The central bank will continue to follow its restrained monetary policy in the second half of the fiscal year in a bid to contain inflation and move to a higher growth path amid the prevailing political unrest.
Bangladesh Bank cited three reasons: the annual average CPI inflation is still above the targeted ceiling, core inflation continues to be trending upward and the political unrest is not subsiding even after 25 days.
“The cautiously restrained monetary policy stance of the first half will be continued in the second half, without any new loosening or tightening,” Bangladesh Bank Governor Atiur Rahman said while announcing the Monetary Policy Statement yesterday.
In the second half, a monetary growth path that would bring down the average annual inflation to 6.5 percent while ensuring sufficient credit growth to stimulate inclusive economic growth will be pursued.
The BB expects economic growth in fiscal 2014-15 to be a “respectable” 6.5-6.8 percent, which is below the government’s target of 7.3 percent but in line with the development partners’ forecasts.
Accordingly, the ceiling for private sector credit growth has been kept at 15.5 percent, which is sufficient to accommodate any substantial rise in investment and trade finance over the next six months, it said.
The business community views the existing average lending rate of 12.5 percent to be high enough to dampen investment, so the central bank will also endeavour to bring down the cost of funding by narrowing the existing spread of 5.2 percent.
It has also urged the commercial banks to devise ways to reduce the lending rates, which did not come down in line with the inflation trend over the last three years.
Inflation dropped almost 5 percentage points since the end of 2011 but the average lending rate fell only 1 percentage point in that time, empowering banks to earn high real rates of interest and making investment costlier than before.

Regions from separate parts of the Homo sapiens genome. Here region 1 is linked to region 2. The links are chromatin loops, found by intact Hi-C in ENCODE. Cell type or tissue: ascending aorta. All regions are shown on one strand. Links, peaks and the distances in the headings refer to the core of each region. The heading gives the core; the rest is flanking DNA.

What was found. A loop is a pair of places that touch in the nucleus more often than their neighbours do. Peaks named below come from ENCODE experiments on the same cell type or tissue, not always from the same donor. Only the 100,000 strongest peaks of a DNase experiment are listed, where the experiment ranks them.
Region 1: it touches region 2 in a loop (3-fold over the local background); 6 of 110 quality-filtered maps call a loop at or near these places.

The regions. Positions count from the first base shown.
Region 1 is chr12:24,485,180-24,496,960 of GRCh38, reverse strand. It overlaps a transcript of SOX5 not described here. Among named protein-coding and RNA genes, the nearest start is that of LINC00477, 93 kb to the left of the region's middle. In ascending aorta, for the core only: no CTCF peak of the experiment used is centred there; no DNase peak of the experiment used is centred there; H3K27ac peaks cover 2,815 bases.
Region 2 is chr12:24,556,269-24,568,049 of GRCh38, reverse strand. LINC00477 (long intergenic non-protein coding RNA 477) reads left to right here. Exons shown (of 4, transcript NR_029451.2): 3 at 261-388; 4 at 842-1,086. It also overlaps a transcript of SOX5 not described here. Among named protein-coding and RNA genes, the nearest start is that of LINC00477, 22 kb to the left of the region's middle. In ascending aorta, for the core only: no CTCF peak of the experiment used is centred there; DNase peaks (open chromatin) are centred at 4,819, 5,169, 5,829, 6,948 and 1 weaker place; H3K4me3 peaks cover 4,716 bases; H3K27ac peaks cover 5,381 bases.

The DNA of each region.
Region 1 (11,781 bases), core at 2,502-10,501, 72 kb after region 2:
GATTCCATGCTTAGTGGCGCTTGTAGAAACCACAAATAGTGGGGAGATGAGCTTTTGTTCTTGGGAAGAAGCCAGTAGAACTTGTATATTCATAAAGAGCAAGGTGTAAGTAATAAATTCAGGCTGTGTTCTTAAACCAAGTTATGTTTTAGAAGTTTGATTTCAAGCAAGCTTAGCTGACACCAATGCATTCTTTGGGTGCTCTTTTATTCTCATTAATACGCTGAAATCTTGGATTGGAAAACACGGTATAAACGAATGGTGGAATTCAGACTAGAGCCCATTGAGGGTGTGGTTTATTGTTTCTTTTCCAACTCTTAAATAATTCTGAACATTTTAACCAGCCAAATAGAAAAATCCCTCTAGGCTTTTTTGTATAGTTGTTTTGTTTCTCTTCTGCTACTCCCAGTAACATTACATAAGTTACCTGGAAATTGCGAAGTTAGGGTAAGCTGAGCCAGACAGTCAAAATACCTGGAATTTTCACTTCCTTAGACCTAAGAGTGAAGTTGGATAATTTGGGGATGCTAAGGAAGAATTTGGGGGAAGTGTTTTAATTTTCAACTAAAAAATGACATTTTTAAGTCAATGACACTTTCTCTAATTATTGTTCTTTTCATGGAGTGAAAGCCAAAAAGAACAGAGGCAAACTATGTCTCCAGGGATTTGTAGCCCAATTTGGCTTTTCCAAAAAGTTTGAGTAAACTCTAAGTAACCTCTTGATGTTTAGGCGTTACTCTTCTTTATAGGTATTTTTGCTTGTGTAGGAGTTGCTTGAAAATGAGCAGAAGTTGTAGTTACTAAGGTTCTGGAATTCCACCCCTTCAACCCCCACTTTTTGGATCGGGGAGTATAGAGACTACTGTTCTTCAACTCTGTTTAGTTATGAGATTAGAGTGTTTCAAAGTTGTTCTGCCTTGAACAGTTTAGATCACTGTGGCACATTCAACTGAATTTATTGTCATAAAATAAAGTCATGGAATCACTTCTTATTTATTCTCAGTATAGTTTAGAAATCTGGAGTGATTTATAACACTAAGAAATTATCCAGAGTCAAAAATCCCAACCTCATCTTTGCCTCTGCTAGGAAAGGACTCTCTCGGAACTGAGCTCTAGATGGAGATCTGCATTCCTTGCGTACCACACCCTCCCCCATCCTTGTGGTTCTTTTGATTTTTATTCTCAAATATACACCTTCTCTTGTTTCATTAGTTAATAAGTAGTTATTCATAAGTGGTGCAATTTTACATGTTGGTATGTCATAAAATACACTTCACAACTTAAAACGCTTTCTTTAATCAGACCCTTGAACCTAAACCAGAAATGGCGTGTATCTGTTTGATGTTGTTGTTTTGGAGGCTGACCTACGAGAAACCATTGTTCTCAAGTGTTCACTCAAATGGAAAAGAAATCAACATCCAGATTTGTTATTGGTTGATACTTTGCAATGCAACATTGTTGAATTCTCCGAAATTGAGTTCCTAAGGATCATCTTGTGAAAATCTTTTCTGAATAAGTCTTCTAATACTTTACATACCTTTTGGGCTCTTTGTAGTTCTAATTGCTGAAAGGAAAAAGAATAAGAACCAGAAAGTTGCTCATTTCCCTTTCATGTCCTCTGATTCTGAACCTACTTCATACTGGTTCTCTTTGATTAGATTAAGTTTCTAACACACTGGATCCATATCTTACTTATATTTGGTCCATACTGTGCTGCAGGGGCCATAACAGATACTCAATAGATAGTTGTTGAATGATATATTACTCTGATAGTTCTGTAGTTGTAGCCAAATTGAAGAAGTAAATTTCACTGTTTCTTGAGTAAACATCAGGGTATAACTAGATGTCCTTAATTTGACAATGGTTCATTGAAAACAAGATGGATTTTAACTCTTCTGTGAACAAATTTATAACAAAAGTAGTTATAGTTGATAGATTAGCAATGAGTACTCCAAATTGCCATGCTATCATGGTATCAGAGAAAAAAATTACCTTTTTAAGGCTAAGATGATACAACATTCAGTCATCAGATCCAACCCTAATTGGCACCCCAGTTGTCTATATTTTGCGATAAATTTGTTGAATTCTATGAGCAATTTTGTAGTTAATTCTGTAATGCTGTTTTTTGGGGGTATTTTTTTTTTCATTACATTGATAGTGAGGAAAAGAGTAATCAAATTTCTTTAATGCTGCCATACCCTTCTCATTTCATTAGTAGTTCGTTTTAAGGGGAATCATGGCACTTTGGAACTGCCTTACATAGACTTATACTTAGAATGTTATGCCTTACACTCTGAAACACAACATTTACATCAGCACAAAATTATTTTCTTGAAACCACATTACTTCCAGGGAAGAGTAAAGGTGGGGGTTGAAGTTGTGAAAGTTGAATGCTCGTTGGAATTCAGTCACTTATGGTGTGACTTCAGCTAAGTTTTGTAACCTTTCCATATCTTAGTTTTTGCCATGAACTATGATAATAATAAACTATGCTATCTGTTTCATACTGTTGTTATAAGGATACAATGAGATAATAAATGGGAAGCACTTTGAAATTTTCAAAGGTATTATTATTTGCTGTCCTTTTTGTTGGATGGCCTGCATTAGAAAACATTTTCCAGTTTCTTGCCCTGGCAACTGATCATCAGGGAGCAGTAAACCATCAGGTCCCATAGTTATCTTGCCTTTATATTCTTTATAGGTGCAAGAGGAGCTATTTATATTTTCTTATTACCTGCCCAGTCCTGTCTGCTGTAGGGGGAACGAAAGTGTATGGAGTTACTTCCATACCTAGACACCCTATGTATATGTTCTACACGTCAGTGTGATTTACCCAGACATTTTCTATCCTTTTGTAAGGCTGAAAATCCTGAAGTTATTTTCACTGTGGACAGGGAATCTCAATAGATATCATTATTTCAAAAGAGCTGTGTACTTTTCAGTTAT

Subsequently, the BB has left the repurchase rate unchanged at 7.25 percent and the reverse repo rate at 5.25 percent.
The regulator pledged to shore up banking governance to clamp down on loan delinquencies. While the cases of credit-worthy borrowers will be reviewed, habitual defaulters will face lawful consequences, it said.
The central bank will also look to further consolidate the country’s external sector stability. It will continue to support a market-based exchange rate while seeking to avoid excessive swings.
The central bank will continue to maintain a comfortable amount of foreign currency reserves to cover imports of five to ten months.
This safety net is required to avoid any sudden collapse in the value of taka and to ensure a healthy growth of imports of productive inputs, the BB said, adding that it anticipates a further build-up in foreign exchange reserves in the second half.
The pace though would be more moderate than in fiscal 2013-14, as its projection suggests there will be a correction in export growth.
In the best-case scenario, the overall export growth in fiscal 2014-15 will be 8 percent, import growth 15 percent and remittance growth 12 percent, to yield a “reasonable” balance of payments surplus of $642 million.
The BB said Bangladesh evidenced the highest amount of stability in inflation and economic growth in the South Asian region over the last 20 years.
During the period, Bangla-desh’s growth performance was the second best (5.73 percent) after India (6.77 percent) in the region and its inflation was the lowest (6.45 percent).